Kenny Hamlett is a billing analyst. Actually, he was a billing analyst. Today he is a social media manager with all the analytical chops to calculate digital experiences that move people. Move as in get up from the couch, move your body and come into the store to buy something. When you have a brick and mortar shop and the roof over your head is held up by in-store sales, the digital content you create has to move people – literally.
I had the chance to sit down with Kenny to see what he could teach us about creating a social media presence that respects that type of engagement people want on social media while generating the offline activity local businesses need to survive.
It all starts with understanding your audience, both when they are customers and when they are social media followers. “Small businesses, or any business really, get overwhelmed by the idea of social media,” Kenny says. “They don’t really know what it is, or why it is. It’s a thing they know they need to do, but how to go about it is a mystery.”
We use social to...
"We – people in general – use social media to get away from our lives, or enhance our lives. We log in and it’s like this wonderland. So small businesses have to add to this experience by creating content that people want to tune into every single day. That’s how you get followers and keep followers engaged on social media. The next step is getting them into your store. All that wonderment you are sharing on social media has to have deep roots to your store. Your store has to be the wonderland."
- Kenny Hamlett
For this, Kenny says you have to see the story and the purpose behind the things you are selling. You sell shirts – take a picture of that shirt and put it up on your Instagram – right? Wrong. That’s not wonderment, that’s laziness. People don’t want to buy a shirt. They want to buy the experience of being the person in that shirt. There is a lot more to that than fabric, and that is what we have to figure out.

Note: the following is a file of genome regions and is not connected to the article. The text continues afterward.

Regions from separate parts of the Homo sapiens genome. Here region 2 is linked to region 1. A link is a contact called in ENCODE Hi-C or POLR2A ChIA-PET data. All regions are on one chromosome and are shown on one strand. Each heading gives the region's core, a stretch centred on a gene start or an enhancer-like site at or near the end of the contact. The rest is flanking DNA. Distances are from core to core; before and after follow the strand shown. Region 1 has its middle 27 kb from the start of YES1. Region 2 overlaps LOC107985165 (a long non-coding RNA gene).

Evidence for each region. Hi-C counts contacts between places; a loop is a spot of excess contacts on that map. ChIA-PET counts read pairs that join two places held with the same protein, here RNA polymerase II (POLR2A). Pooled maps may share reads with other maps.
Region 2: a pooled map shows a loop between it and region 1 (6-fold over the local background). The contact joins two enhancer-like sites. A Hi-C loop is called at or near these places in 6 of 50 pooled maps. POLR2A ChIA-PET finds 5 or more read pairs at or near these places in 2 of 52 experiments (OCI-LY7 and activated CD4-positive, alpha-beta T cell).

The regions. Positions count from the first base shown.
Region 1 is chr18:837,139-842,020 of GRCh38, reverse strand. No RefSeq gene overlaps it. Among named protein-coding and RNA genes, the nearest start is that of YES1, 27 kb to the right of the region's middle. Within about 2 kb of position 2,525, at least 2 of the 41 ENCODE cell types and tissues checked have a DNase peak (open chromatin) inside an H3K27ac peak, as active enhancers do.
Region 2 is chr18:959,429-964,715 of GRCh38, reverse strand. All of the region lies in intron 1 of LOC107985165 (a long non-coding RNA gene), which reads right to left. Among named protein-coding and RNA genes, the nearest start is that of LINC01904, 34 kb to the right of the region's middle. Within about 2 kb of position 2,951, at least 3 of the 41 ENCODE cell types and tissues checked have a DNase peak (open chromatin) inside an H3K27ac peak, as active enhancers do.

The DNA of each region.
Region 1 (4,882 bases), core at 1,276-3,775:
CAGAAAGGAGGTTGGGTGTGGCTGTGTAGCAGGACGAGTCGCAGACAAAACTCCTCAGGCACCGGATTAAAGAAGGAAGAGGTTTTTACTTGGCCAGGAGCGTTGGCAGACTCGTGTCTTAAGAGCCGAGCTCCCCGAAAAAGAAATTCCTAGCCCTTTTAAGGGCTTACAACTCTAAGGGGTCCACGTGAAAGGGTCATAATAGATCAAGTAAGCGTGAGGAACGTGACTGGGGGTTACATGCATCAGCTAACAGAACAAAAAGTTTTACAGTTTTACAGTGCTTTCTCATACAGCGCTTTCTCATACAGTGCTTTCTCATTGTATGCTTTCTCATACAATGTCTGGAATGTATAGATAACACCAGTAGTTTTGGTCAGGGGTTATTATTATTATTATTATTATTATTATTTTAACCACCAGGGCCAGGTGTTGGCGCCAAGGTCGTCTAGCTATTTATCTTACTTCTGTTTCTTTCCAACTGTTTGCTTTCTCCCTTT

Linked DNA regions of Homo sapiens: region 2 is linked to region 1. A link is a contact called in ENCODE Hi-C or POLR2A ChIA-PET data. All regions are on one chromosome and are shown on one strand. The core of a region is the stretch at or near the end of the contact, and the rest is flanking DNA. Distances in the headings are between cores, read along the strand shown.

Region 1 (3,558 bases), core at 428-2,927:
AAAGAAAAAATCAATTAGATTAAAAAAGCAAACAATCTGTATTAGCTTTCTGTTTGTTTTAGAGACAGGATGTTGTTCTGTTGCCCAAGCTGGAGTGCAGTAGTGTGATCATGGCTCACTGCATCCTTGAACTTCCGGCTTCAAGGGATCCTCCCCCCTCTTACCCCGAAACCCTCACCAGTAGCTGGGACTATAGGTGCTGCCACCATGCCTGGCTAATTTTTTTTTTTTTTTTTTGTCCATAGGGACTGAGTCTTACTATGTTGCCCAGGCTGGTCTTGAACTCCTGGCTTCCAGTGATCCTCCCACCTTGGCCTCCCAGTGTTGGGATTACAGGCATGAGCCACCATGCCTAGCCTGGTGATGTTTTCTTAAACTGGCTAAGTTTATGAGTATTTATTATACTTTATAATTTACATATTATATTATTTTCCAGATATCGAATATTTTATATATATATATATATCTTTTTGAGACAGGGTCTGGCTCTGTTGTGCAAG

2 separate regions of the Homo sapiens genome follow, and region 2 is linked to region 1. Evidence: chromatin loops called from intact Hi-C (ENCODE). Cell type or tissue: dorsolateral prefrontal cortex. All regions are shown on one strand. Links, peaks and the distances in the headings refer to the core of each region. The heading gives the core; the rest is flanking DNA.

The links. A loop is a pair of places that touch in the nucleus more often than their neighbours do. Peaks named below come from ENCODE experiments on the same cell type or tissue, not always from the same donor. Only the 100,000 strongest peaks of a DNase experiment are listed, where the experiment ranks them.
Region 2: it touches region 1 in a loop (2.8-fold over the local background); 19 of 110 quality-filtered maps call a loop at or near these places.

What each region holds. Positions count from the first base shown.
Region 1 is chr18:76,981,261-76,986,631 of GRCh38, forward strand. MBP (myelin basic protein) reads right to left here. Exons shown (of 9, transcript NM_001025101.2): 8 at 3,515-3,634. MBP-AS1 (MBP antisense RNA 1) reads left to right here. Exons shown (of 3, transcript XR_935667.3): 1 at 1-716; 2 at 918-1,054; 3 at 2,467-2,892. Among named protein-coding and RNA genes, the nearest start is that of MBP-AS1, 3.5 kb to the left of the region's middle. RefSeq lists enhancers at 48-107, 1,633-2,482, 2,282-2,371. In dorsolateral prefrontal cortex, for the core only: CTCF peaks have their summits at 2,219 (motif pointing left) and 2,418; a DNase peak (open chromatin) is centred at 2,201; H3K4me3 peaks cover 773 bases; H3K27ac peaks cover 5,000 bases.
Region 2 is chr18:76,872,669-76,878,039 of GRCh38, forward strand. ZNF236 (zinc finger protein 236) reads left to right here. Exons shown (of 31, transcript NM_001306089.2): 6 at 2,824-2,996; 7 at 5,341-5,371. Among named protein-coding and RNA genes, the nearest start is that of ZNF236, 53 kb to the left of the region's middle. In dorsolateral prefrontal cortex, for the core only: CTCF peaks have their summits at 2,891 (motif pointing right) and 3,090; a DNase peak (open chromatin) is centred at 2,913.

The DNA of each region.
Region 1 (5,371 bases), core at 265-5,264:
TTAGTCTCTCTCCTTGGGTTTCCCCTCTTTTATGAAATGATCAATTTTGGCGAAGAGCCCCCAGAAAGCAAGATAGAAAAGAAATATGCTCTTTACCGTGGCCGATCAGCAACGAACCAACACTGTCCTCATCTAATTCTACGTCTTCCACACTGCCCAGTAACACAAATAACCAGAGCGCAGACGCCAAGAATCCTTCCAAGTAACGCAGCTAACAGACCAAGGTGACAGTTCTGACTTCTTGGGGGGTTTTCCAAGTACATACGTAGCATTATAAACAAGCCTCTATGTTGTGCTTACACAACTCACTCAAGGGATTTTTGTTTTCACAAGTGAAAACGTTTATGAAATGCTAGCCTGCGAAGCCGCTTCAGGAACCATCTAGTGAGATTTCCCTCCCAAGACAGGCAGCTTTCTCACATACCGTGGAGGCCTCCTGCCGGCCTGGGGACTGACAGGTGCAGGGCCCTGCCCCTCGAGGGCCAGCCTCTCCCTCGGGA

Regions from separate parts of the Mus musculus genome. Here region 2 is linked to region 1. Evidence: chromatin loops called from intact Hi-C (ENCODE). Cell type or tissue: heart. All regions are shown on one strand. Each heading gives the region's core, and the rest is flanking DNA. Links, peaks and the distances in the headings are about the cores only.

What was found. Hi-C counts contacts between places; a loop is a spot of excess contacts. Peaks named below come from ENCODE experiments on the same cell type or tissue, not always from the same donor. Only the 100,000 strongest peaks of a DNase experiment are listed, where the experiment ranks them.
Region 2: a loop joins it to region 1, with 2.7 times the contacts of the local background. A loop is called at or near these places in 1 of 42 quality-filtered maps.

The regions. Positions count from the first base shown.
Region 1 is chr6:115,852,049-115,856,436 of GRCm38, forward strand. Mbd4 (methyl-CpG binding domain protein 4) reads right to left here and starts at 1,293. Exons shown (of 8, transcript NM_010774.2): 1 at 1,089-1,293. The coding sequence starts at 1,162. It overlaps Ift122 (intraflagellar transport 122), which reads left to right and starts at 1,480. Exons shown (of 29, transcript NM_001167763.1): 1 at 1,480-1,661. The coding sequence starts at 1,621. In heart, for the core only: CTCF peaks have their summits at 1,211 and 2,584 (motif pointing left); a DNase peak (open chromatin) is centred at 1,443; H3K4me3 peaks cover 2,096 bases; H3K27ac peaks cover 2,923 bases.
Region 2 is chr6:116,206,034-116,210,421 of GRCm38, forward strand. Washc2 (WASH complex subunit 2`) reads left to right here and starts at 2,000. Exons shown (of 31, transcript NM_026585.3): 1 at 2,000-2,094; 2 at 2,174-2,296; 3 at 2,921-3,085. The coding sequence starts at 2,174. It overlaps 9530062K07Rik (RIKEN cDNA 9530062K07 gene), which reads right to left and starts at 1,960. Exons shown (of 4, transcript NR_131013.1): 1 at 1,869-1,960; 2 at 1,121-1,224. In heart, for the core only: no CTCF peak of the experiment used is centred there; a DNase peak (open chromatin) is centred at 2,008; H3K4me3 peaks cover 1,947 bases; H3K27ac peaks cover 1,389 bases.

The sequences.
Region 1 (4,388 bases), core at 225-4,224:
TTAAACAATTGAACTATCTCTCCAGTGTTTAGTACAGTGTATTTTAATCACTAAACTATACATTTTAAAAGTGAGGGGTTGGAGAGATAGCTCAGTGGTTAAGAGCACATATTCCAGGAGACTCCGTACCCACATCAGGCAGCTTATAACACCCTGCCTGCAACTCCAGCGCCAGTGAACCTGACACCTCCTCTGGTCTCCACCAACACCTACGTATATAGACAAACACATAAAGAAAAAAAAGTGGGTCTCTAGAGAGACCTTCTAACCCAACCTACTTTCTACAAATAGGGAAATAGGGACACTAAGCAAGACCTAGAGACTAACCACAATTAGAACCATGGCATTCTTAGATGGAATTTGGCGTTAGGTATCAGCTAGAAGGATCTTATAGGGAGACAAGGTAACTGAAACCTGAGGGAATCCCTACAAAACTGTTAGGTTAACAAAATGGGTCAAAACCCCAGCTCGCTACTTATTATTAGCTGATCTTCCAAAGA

One of Kenny’s clients is Boys Fort – a Pacific Northwest golden child. Boys Fort curates the art and wares of local Portland artists. This is where he looks to find his stories.
This turns one shirt into a novella and a piece of art into epic digital poetry. This also leads to a form of creative capitalism. The more someone knows about a thing – the quality, care and time put into it – the more value that thing has. Effective storytelling is a value-add.
By bringing artists into the content creation process, Kenny is also effectively creating an extended family of ambassadors who will help share and promote their content. That is how social media efforts are compounded. The more characters you have in your story, the more people you have who want to tell it.
eCommerce Makes Things Appear to Be Easy
“I see a lot of brands who are just killing themselves by selling, selling, selling," Kenny says. "On social that doesn’t translate to buying, buying, buying. More so it equals being unfollowed.”
This is where we start talking about eCommerce. Boys Fort does a lot of work on social media, but they don’t have in-app purchasing. These are those little bubbles you see on photos where you can just click to buy. We love those types of things as digital marketers because it reduces the distance between wanting and having. But it also overlooks that people don’t inherently want our things. When we overlook that key fact, selling seems the most appropriate thing to do. And we’re wrong.
Fortunately, or unfortunately depending on your perspective, the clients Kenny works with still make the majority of their sales in-store. This brings us back to creating content that moves. Digital purchases have a lot of physical corollaries, even if they are not immediate at the time of purchase. For instance, buying a shirt requires envisioning yourself going out in the world in that shirt. Buying a wallet requires you to see yourself opening it up, wearing it in, and knowing you can use it every day for years without it falling apart. “Click here” doesn’t scratch the surface of that.
We should be treating digital purchases like they're brick and mortar purchases.
Remove the veil
“Doing social media for a local business is a high accountability job. You talk with people behind the veil of a social account, but then they come into your store. You get live feedback. It puts more pressure on you when the person reading your stuff knows your name. If you treat each potential sale like you have to get someone up off their couch and into your store, digital conversion rates might actually go up.”
- Kenny Hamlett
This is also why Kenny is not only a social media manager but also an events manager. Live in-person events create the real-world connective tissue people need to go from looking at your store to being in your store.
People are not always ready to buy, but you can still engage with them in meaningful ways that make your store a brand they want to associate with today or in the future. And like Kenny said, sometimes social media can be a mystery to small businesses, but the best way to do well on social is to figure out what makes you, you, and then be the best you on social.
If you work in the world of digital content and think you have some insights to be shared, send me an email at firstname.lastname@example.org.